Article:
With the Nichols family behind bars for the Piatt murders, the law officers of Scioto county assumed they had solved the crime. Prosecuting the crime was going to prove more difficult. They couldn't seem to put together a case against the Nichols family members. Both 13 year old Hammond, who was already physically crippled, and the Nichols' cousin, David Brown, became ill. Months went by without any case going to court.
Then, a series of events happened that sent fear throughout Scioto County and created some doubt that the Nichols men were guilty of the crime.
In September, 1911, Sheridan Piatt, son of the murdered Oliver, was viciously attacked by James Evans, his son, Otto, and James' wife, Nora. After almost killing Sheridan, they went on a crime spree. For three days at the end of September, they sent shivers throughout the community of Buena Vista. The Portsmouth Daily Times on 27 September, 1911 stated that the Evans' "Went on the Warpath". Several people were shot and wounded. Officials from both Adams and Scioto counties began a manhunt for James and Otto Evans, and Nora was found and arrested. Citizens were concerned that the Evans boys were out to settle "old scores" and many were afraid to confront the outlaws. At one point, the posse found the men and Deputy George River was shot and wounded. Because the Evans had such detailed knowlege of their surroundings, they were able to escape. After several days, the law officers decided it was too dangerous to continue to go after the boys so they gave up the hunt. Speculation began that the Evans were probably involved in the Piatt murders, but they were never pursued.
Nora Evans was sentenced to 6 months in prison for her part in the assault and attempted murder of Sheridan Piatt. She was sent to the Cincinnati Workhouse, but due to illness and for "good behavior" she was released after only 4 months.
Then, on December 30, 1911, one year after the Piatt brothers murder and after spending almost a year in jail, the Nichols family was released on their own recognizance. No material witnesses could be found to testify against them and it was deemed impossible to convict any of the Nichols men. Because of the violence of the Evans family two months before, it could have been that too many questions about their possible involvement existed as well. The Nichols did have to keep the courts informed of their whereabouts, but no further action was taken against them. In May, 1912, the Nichols family considered legal action against the county for their imprisonment. As of the writing of this post, I haven't determined the outcome of that lawsuit.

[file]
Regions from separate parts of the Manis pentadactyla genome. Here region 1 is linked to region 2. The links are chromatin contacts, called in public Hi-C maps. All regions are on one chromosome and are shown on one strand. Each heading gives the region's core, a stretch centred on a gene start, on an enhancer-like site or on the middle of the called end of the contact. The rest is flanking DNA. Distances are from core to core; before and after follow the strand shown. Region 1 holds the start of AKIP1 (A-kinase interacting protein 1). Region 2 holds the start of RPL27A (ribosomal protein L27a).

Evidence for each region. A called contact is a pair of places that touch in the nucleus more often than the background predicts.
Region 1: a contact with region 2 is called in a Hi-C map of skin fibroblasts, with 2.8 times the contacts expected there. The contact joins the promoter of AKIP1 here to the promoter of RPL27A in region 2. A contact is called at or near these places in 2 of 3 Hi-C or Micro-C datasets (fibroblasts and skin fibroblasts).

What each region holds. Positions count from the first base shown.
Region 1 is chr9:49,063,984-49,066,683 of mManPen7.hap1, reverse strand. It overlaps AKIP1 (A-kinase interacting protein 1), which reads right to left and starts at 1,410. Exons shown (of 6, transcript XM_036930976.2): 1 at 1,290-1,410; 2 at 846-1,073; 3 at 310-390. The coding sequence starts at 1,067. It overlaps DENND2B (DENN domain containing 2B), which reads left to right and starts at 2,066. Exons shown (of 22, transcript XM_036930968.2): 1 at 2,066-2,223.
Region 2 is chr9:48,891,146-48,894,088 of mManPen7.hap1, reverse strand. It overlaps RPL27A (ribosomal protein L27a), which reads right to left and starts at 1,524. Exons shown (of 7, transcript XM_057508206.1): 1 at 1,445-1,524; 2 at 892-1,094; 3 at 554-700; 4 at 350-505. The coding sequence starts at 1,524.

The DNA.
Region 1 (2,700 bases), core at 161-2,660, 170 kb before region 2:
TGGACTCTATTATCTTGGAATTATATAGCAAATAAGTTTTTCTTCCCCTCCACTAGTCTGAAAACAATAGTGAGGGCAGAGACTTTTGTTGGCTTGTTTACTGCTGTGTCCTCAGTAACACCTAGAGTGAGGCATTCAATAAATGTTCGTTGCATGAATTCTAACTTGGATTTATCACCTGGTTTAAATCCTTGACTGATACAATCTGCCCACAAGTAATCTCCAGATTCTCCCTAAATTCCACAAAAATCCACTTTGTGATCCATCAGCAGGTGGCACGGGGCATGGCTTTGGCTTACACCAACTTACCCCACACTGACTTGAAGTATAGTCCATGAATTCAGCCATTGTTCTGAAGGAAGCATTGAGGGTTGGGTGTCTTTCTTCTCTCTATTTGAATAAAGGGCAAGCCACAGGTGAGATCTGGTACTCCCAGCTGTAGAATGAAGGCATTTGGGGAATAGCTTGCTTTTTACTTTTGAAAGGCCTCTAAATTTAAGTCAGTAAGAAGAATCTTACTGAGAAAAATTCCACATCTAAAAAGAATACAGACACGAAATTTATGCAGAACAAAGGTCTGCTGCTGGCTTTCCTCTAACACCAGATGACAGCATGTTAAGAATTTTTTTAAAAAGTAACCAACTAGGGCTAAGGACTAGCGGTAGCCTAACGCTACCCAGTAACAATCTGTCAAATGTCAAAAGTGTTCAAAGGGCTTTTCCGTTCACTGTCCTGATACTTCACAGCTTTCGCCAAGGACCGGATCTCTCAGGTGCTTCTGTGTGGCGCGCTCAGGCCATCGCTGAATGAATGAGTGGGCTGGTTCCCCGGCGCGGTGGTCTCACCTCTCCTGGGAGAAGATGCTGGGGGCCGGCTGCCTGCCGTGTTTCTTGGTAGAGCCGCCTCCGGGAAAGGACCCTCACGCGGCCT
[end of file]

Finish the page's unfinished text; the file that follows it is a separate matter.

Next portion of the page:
After the escape of the Evans' and the release of the Nichols family, no further arrests were made in the murders of Oliver and Minor Piatt. It seems that someone did literally get away with murder.
To add to this tragedy, on 8 March, 1921, 10 years after surviving the brutal attack by the Evans family, Sheridan Piatt was killed when he was hit in the head by a large branch while he was at work trimming trees.
At this time, I do not know what became of James and Otto Evans, the "Wild and Wooly" father and son team who terrorized the county. Scioto County in the early part of the 20th century was still a very rugged area. Moonshiners were plentiful and the newspaper was often filled with stories of lawlessness. It is sad that no one ever paid for the ghastly crime that occured on that cold December night, now one hundred years ago. Was it a robbery or something more personal? We will never know.